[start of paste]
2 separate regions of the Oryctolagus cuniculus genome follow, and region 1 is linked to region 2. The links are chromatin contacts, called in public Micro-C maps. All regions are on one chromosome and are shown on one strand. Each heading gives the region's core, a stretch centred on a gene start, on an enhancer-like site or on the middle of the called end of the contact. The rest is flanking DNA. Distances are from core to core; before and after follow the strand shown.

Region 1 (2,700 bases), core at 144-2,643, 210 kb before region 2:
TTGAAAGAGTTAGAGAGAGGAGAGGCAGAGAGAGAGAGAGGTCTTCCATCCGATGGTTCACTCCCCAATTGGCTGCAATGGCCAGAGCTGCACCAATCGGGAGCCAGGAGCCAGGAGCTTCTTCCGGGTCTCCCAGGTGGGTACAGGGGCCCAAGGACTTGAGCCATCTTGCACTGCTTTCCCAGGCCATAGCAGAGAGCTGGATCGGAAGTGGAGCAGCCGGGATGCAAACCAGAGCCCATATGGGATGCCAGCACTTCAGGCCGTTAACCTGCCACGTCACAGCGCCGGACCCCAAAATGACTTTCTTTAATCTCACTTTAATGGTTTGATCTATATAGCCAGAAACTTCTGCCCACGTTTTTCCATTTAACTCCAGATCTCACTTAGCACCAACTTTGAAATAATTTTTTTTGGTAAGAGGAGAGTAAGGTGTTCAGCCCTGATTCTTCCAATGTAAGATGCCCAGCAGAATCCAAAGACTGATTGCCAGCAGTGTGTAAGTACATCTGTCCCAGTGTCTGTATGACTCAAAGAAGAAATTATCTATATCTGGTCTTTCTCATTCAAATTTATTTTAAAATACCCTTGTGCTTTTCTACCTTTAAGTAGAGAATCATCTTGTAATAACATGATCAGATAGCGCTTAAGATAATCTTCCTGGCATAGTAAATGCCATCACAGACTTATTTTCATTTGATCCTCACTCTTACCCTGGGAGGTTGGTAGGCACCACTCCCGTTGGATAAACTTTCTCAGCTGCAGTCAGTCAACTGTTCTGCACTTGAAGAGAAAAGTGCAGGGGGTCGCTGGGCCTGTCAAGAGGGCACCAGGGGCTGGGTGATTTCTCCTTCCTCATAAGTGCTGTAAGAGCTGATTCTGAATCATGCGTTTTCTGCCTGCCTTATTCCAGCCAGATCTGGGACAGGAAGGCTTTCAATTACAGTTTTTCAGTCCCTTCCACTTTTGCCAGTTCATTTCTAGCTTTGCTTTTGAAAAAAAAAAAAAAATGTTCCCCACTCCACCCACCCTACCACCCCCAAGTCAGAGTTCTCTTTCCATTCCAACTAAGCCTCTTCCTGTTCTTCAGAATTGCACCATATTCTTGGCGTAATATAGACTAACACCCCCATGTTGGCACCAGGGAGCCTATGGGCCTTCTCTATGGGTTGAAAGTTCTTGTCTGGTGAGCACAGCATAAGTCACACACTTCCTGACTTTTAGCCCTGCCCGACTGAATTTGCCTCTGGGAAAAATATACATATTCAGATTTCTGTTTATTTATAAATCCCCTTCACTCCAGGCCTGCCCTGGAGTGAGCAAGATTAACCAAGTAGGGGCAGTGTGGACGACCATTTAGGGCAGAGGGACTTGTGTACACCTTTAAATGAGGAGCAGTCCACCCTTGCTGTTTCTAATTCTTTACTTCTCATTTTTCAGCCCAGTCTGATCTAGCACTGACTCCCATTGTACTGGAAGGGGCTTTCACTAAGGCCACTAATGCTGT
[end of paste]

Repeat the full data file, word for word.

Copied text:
2 separate regions of the Oryctolagus cuniculus genome follow, and region 1 is linked to region 2. The links are chromatin contacts, called in public Micro-C maps. All regions are on one chromosome and are shown on one strand. Each heading gives the region's core, a stretch centred on a gene start, on an enhancer-like site or on the middle of the called end of the contact. The rest is flanking DNA. Distances are from core to core; before and after follow the strand shown.

Region 1 (2,700 bases), core at 144-2,643, 210 kb before region 2:
TTGAAAGAGTTAGAGAGAGGAGAGGCAGAGAGAGAGAGAGGTCTTCCATCCGATGGTTCACTCCCCAATTGGCTGCAATGGCCAGAGCTGCACCAATCGGGAGCCAGGAGCCAGGAGCTTCTTCCGGGTCTCCCAGGTGGGTACAGGGGCCCAAGGACTTGAGCCATCTTGCACTGCTTTCCCAGGCCATAGCAGAGAGCTGGATCGGAAGTGGAGCAGCCGGGATGCAAACCAGAGCCCATATGGGATGCCAGCACTTCAGGCCGTTAACCTGCCACGTCACAGCGCCGGACCCCAAAATGACTTTCTTTAATCTCACTTTAATGGTTTGATCTATATAGCCAGAAACTTCTGCCCACGTTTTTCCATTTAACTCCAGATCTCACTTAGCACCAACTTTGAAATAATTTTTTTTGGTAAGAGGAGAGTAAGGTGTTCAGCCCTGATTCTTCCAATGTAAGATGCCCAGCAGAATCCAAAGACTGATTGCCAGCAGTGTGTAAGTACATCTGTCCCAGTGTCTGTATGACTCAAAGAAGAAATTATCTATATCTGGTCTTTCTCATTCAAATTTATTTTAAAATACCCTTGTGCTTTTCTACCTTTAAGTAGAGAATCATCTTGTAATAACATGATCAGATAGCGCTTAAGATAATCTTCCTGGCATAGTAAATGCCATCACAGACTTATTTTCATTTGATCCTCACTCTTACCCTGGGAGGTTGGTAGGCACCACTCCCGTTGGATAAACTTTCTCAGCTGCAGTCAGTCAACTGTTCTGCACTTGAAGAGAAAAGTGCAGGGGGTCGCTGGGCCTGTCAAGAGGGCACCAGGGGCTGGGTGATTTCTCCTTCCTCATAAGTGCTGTAAGAGCTGATTCTGAATCATGCGTTTTCTGCCTGCCTTATTCCAGCCAGATCTGGGACAGGAAGGCTTTCAATTACAGTTTTTCAGTCCCTTCCACTTTTGCCAGTTCATTTCTAGCTTTGCTTTTGAAAAAAAAAAAAAAATGTTCCCCACTCCACCCACCCTACCACCCCCAAGTCAGAGTTCTCTTTCCATTCCAACTAAGCCTCTTCCTGTTCTTCAGAATTGCACCATATTCTTGGCGTAATATAGACTAACACCCCCATGTTGGCACCAGGGAGCCTATGGGCCTTCTCTATGGGTTGAAAGTTCTTGTCTGGTGAGCACAGCATAAGTCACACACTTCCTGACTTTTAGCCCTGCCCGACTGAATTTGCCTCTGGGAAAAATATACATATTCAGATTTCTGTTTATTTATAAATCCCCTTCACTCCAGGCCTGCCCTGGAGTGAGCAAGATTAACCAAGTAGGGGCAGTGTGGACGACCATTTAGGGCAGAGGGACTTGTGTACACCTTTAAATGAGGAGCAGTCCACCCTTGCTGTTTCTAATTCTTTACTTCTCATTTTTCAGCCCAGTCTGATCTAGCACTGACTCCCATTGTACTGGAAGGGGCTTTCACTAAGGCCACTAATGCTGT